USPS puts significant blame on shift to online communication for $8.5 billion loss

Alexis Levinson Political Reporter
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The United States Postal Service announced Friday that it lost $8.5 billion dollars this fiscal year and blamed its financial problems on a significant decline in mail volume. The USPS operates off the revenue it generates from stamps and shipping costs, though it also has a $15 billion line of credit with the U.S. Treasury.

Mail volume has declined by 3.5 percent this year, according to a USPS press release, in large part because more people are paying their bills on-line and are now communicating primarily by e-mail. This has left the USPS severely short of funds.

Eighty percent of Postal Service costs are “compensation and benefits,” said Mark Saunders, a spokesperson for the USPS. The USPS is the second largest U.S. employer after Wal-Mart, with 583,000 employees. Saunders said USPS jobs are “labor intensive,” pointing out that the USPS is “the last vestige in America to make house calls.”

In addition, he explained, “Congress passed a bill that requires us to pre-fund future retiree benefits — that means we’ll have to pay 5.6 billion per year for the next 10 years to pre-fund retiree benefits.”

But Tad DeHaven, a budget analyst at the Cato Institute, called that nothing more than “the big excuse.”

“It’s a bloated operation,” he said, “as one would expect any government run commercial operation to be.”

The USPS, however, touts “Record Efficiency Levels and Work Hour Reductions,” in a press release — though this cannot compensate for the loss in revenue.

“There needs to be a lot of changes made by Congress to put us on solid financial footing,” Saunders said, citing the issue of pre-paying retirement benefits as one major area that needs to be looked at. He also noted USPS efforts to operate more efficiently by closing unprofitable post offices have often been met with resistance from members of Congress who do not want post offices closed in their districts.

California Republican Rep. Darrell Issa responded to Friday’s announcement by calling on the USPS to reduce operating costs. “This loss only underscores the urgent need for the Postal Service to trim its operating costs to match revenues,” Issa, the ranking member of the Oversight and Government Reform Committee, said in a statement. “Congress has an obligation to ensure that effective solutions are implemented and taxpayers don’t get stuck paying for a bailout.”

The USPS is working to reduce costs by asking Congress to stop Saturday mail delivery. It is also working to improve access to customers by partnering with Office Depot and putting mail boxes in places like drugstores to make it more convenient for customers to drop off mail. They have also worked to improve USPS.com, which Saunders called the “world’s largest post office.”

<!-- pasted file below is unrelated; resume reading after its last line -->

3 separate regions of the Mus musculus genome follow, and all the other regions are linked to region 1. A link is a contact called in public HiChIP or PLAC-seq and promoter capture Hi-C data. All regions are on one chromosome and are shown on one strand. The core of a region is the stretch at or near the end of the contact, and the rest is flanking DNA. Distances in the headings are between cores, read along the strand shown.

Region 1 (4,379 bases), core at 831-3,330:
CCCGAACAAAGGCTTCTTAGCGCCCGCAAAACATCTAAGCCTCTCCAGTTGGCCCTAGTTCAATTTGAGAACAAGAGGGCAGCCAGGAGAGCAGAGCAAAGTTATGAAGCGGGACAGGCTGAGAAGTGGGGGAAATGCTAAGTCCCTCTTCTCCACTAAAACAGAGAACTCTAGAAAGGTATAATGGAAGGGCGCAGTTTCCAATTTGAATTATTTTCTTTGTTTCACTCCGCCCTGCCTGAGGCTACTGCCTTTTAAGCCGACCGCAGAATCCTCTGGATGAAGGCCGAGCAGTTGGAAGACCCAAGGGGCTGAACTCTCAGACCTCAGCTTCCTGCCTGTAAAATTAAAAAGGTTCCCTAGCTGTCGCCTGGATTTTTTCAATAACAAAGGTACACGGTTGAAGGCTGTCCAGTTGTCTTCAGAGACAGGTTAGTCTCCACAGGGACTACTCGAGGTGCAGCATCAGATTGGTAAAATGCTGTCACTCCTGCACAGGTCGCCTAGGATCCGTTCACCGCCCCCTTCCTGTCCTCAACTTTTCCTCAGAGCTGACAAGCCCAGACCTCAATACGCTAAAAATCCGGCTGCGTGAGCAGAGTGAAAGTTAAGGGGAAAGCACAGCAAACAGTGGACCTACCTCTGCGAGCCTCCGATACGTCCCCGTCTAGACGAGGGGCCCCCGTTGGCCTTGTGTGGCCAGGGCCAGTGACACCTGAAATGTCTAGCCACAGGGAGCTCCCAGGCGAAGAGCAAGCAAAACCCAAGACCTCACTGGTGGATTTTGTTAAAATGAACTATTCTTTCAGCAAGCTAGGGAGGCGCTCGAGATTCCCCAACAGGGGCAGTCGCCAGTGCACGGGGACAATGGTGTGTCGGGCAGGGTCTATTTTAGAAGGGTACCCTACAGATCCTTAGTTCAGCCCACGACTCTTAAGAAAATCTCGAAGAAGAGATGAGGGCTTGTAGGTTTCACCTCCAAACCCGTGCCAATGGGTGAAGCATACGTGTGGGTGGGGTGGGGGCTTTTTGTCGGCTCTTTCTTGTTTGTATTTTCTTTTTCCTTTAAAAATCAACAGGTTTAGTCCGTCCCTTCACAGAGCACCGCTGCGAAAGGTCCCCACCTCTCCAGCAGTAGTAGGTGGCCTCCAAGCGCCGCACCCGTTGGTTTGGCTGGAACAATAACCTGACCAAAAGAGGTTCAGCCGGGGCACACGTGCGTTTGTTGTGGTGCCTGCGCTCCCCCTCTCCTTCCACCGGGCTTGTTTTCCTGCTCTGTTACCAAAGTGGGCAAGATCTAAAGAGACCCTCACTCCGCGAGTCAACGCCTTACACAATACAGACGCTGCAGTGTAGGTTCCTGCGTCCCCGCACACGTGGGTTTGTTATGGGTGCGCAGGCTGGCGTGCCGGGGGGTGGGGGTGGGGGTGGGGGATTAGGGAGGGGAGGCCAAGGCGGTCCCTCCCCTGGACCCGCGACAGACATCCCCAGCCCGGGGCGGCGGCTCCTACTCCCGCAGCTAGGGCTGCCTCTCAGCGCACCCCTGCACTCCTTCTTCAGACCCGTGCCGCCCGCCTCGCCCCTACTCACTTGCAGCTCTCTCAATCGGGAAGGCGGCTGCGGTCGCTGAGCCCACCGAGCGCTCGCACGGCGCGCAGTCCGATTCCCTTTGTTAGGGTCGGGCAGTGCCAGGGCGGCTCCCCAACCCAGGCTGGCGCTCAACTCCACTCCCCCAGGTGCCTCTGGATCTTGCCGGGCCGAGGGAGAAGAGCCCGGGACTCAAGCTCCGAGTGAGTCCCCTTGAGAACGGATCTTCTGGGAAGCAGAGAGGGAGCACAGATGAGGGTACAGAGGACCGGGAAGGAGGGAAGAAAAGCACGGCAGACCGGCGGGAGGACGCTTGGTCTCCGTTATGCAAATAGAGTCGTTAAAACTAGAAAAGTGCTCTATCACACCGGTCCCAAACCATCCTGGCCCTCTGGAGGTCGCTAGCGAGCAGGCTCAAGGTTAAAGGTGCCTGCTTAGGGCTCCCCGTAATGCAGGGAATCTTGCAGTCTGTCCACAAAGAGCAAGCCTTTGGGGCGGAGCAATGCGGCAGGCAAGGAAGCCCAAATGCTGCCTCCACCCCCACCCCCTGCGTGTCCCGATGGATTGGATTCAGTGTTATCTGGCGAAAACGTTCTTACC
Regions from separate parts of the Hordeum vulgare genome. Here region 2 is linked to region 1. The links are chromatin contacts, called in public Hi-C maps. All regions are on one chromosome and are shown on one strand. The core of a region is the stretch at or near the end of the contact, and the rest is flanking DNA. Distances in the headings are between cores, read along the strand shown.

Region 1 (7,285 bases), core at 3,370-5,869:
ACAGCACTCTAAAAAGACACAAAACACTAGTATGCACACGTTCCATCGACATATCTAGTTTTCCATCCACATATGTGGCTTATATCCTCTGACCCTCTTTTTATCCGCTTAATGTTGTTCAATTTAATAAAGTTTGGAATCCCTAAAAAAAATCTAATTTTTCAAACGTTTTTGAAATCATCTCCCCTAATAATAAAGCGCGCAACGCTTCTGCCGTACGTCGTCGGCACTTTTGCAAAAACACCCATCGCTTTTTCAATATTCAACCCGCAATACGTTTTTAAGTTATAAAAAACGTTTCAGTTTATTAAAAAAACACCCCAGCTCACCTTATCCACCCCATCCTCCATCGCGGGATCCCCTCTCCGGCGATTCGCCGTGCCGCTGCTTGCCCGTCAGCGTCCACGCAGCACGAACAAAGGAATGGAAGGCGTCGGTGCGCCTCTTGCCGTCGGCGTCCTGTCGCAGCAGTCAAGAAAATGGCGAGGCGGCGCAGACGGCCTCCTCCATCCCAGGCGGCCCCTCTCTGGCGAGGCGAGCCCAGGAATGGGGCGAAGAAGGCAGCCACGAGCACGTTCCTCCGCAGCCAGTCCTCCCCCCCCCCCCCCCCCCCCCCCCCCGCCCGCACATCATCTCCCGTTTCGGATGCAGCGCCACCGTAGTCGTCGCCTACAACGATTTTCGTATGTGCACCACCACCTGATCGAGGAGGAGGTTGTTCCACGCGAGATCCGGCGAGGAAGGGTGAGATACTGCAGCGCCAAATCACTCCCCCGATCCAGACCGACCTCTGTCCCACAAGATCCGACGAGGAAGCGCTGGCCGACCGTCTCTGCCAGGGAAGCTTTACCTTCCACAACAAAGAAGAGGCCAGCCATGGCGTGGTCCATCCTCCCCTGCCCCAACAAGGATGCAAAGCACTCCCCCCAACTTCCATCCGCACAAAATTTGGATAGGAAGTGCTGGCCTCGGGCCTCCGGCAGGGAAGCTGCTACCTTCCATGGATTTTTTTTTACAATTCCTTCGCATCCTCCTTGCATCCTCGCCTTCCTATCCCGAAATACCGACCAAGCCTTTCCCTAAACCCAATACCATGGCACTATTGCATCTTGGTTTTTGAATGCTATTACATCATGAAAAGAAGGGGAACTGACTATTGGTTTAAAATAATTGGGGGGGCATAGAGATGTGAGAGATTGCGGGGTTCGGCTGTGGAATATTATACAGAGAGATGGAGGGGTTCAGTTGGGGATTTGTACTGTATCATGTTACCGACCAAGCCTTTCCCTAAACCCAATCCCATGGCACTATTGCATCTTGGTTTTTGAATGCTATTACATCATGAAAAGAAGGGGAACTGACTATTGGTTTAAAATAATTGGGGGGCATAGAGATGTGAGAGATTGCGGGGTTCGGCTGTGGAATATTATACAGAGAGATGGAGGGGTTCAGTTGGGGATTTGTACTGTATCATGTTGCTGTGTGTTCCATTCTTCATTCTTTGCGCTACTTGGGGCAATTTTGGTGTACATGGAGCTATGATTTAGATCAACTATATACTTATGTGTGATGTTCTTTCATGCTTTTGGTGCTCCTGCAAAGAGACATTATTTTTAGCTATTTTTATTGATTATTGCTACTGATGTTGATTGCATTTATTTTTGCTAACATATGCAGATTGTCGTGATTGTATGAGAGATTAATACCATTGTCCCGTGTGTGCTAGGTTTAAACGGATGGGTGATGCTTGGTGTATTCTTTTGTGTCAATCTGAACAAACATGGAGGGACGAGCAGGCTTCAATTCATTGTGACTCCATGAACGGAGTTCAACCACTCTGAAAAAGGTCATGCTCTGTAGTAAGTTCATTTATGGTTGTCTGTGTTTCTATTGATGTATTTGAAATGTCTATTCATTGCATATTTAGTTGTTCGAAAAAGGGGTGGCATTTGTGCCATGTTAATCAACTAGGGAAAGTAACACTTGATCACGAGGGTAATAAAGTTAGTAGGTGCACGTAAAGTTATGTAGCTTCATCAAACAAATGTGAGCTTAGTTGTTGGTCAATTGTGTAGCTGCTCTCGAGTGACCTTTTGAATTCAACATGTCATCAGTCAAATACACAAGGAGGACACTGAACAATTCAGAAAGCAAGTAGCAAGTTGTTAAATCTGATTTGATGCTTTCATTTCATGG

But unions are raising a fuss about this. The USPS would like to strike a deal with the unions in order to help with its current financial woes. “We want to negotiate a contract that’s fair to our customers, fair to our employees, and fair to the future vitality of the business,” Saunders said.

But the American Postal Workers’ Union (APWU) has attacked attempts by Congress to help alleviate falling revenue. Last week, APWU attacked a proposal put forth by Delaware Democratic Sen. Tom Carper, which, among other things, would have allowed USPS to close smaller, unprofitable post offices. According to Post and Parcel, APWU said, “the proposals in the POST Act were of ‘significant concern’ to postal employees, and that the legislation was not worthy of support without ‘major modifications.’

Both Saunders and DeHaven agree that the unions are another source of the Postal Service’s financial troubles. The four unions that represent USPS employees are not permitted to strike. Labor disputes must be settled in negotiations, and if an agreement cannot be reached, an arbitrator who is not required to decide in the best interest of USPS can decide the terms.

“Postal employees have enjoyed a total compensation premium for years,” DeHaven said.

The average executive compensation at the USPS is $141,000 a year, as compared to $172,260 for senior executive service for the rest of the federal government for the 2010 fiscal year. There are 290 postal service employees who make $150,000 or more each year.